“A Hanging” written by George Orwell, depicts the tragedy of taking a healthy man’s life, through an abundant amount of similes, imagery, and symbolism. The main focus of this essay is centered around the hanging, and the events which precede and follow the action itself. The reader never becomes aware of what crime the condemned man committed. Therefore, there is no room to judge if this ultimate punishment is just. The tone dramatically shifts throughout the essay, giving rise to changes of emotion by the reader. Yet, it is the emotions of the characters are predominantly responsible for these shifts in the essay. Capital punishment has been a heated and most debated issue for decades. Each character in “A Hanging” deals with this immoral act of murder differently, affecting the tone of the essay.
Orwell begins the essay, describing the setting elaborately to a point where it seems tangible. The reader becomes aware that the essay starts in jail and Orwell further depicts it through the use of a simile. The jail cells are “like small animal cages.” It becomes that apparent the jail is probably scanty and congested with prisoners. The first character that is introduced is the condemned man. His crime is unknown, however, it is undoubtably sever. This raises questions in the readers mind as to whether the man truly deserves to die. As the guards put the handcuffs on him, the condemned man put up no struggle. He basically accepted the death that was about to come to him. “..he stood quite unresisting, yielding his arms limply to the ropes, as though he hardly noticed what was happening.” The condemned man shows no emotions, perhaps he chooses not to display them or may accept the wrongs he did that caused him to be in this situation. This creates the initial sympathetic, lonely tone.
Standoffish from the rest of the group, is the first notice of the superintendent. The superintendent represents desensitization. After taking men’s lives on a daily basis, the act of murder is nothing less than a routinely schedule he follows. His heartless, lack of feelings eventually modifies the way in which the essay is perceived. “For God’s sake hurry up Francis. The man ought to have been dead by now.” The superintendent becomes irritable when his schedule is off kilter. Through his repudiating mannerisms, the essay shifts from sympathy to insensitive.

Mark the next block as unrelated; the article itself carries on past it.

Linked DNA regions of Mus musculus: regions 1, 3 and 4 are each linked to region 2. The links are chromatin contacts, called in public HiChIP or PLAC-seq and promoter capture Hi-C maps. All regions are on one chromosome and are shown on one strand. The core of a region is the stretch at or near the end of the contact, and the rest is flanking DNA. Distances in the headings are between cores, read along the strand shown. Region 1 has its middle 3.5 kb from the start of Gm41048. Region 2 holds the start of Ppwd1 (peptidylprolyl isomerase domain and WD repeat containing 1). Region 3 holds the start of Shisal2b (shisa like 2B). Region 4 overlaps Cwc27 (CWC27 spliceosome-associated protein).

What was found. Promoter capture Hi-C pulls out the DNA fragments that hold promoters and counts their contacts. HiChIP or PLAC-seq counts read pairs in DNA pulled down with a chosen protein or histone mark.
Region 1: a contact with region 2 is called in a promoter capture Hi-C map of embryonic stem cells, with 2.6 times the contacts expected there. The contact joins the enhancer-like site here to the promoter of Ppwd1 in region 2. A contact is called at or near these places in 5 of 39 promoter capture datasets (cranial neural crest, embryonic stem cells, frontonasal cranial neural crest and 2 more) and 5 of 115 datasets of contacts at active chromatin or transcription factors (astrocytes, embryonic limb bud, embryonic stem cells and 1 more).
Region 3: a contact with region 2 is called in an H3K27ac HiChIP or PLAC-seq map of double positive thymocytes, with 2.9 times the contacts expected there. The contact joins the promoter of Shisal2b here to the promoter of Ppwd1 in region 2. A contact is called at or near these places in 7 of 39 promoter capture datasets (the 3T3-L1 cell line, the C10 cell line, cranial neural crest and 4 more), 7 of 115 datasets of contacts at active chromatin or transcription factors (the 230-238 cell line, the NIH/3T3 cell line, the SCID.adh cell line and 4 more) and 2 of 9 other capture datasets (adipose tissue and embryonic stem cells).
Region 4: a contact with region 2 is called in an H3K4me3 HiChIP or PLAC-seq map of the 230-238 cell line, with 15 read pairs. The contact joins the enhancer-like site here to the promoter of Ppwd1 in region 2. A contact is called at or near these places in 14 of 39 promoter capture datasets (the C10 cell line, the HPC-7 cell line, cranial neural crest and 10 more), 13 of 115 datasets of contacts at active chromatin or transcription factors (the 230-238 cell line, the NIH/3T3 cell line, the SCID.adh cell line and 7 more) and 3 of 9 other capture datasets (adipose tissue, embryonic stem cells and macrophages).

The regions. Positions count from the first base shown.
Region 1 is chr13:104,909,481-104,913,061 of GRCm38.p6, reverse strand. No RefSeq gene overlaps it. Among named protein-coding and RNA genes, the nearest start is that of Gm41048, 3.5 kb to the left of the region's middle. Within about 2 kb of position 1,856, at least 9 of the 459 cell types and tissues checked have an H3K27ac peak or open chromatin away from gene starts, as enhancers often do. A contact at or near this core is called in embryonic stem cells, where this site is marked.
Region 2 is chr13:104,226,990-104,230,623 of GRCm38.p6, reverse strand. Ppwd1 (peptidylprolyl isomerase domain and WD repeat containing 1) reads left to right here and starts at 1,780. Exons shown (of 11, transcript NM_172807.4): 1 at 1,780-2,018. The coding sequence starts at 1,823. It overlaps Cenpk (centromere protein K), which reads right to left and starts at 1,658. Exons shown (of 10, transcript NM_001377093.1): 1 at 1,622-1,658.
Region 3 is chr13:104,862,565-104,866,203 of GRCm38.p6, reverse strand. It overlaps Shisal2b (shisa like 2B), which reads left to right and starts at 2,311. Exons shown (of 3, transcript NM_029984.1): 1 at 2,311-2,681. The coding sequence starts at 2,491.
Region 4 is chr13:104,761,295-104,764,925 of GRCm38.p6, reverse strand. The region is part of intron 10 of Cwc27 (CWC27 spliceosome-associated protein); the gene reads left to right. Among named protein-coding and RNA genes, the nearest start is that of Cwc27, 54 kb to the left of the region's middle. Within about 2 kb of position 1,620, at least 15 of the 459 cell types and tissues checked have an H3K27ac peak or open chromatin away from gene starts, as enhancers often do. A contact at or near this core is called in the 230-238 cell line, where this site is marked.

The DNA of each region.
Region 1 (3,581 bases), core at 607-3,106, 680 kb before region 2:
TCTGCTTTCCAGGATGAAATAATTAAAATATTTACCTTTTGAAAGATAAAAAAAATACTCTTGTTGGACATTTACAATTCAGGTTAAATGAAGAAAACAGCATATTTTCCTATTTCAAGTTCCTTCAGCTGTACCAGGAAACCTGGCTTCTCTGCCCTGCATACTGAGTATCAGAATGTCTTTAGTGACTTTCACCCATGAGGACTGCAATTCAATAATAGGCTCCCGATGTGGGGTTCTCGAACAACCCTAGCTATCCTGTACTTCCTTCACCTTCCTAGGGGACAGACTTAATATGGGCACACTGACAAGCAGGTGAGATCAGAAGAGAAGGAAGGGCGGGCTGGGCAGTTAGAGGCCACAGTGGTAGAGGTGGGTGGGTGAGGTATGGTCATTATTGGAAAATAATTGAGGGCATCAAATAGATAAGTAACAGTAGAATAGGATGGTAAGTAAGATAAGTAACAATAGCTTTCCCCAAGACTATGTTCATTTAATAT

As the guard and the condemned man make their way to the gallows, a dog interrupts the solemnity. The canine, described as “a large wooly dog” galloped around frantically even making an attempt to lick the condemned man. “…it danced and gambolled just out of his reach, taking everything as part of the game.” At this point in the essay, it is hard for the reader to see the dog as a symbolic figure. However, later there are apparent parallels to the dog and the condemned man. As the condemned man is reciting to his god before the hanging, the dog whines his own chant. After the man’s death, “the dog sobered and conscious of having misbehaved itself slipped after them.” It is almost as if the dog represents the condemned man’s hidden emotions. The man carries a concrete facade, but inside it impossible to be insensitive. For instance, when he was being taken out of his cell in the beginning, on the outside he showed no opposition, but on the inside he most likely felt like the excitable, frantic dog. After the hanging, the dog was sorry for its previous outrageous behavior, just as the man was mostly likely repentant for his crime(s). It really seems that the inner feeling of the condemned man can be viewed through the dog. The dog adds a more lively tone to the essay, as opposed to the morbid superintendent and the silenced man.